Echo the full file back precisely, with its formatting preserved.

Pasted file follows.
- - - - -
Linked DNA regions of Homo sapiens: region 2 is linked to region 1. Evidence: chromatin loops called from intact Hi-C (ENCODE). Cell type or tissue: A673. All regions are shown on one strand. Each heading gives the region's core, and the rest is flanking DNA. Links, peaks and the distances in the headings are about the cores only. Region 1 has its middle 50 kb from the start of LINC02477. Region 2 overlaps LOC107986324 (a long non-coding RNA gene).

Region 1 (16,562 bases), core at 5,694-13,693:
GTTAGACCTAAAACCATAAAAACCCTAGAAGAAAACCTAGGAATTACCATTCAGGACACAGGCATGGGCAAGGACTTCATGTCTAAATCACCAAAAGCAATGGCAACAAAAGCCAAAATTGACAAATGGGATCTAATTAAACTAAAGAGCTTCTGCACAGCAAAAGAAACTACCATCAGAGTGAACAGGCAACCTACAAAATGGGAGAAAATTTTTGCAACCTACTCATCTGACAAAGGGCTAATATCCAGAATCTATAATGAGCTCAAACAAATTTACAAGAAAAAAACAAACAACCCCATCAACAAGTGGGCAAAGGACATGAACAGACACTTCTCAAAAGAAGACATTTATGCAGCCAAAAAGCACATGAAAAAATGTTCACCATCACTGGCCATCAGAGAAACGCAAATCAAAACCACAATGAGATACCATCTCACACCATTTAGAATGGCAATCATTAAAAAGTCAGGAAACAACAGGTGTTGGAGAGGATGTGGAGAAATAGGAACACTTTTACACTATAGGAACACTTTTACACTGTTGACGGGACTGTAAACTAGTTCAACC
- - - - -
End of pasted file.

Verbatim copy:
Linked DNA regions of Homo sapiens: region 2 is linked to region 1. Evidence: chromatin loops called from intact Hi-C (ENCODE). Cell type or tissue: A673. All regions are shown on one strand. Each heading gives the region's core, and the rest is flanking DNA. Links, peaks and the distances in the headings are about the cores only. Region 1 has its middle 50 kb from the start of LINC02477. Region 2 overlaps LOC107986324 (a long non-coding RNA gene).

Region 1 (16,562 bases), core at 5,694-13,693:
GTTAGACCTAAAACCATAAAAACCCTAGAAGAAAACCTAGGAATTACCATTCAGGACACAGGCATGGGCAAGGACTTCATGTCTAAATCACCAAAAGCAATGGCAACAAAAGCCAAAATTGACAAATGGGATCTAATTAAACTAAAGAGCTTCTGCACAGCAAAAGAAACTACCATCAGAGTGAACAGGCAACCTACAAAATGGGAGAAAATTTTTGCAACCTACTCATCTGACAAAGGGCTAATATCCAGAATCTATAATGAGCTCAAACAAATTTACAAGAAAAAAACAAACAACCCCATCAACAAGTGGGCAAAGGACATGAACAGACACTTCTCAAAAGAAGACATTTATGCAGCCAAAAAGCACATGAAAAAATGTTCACCATCACTGGCCATCAGAGAAACGCAAATCAAAACCACAATGAGATACCATCTCACACCATTTAGAATGGCAATCATTAAAAAGTCAGGAAACAACAGGTGTTGGAGAGGATGTGGAGAAATAGGAACACTTTTACACTATAGGAACACTTTTACACTGTTGACGGGACTGTAAACTAGTTCAACC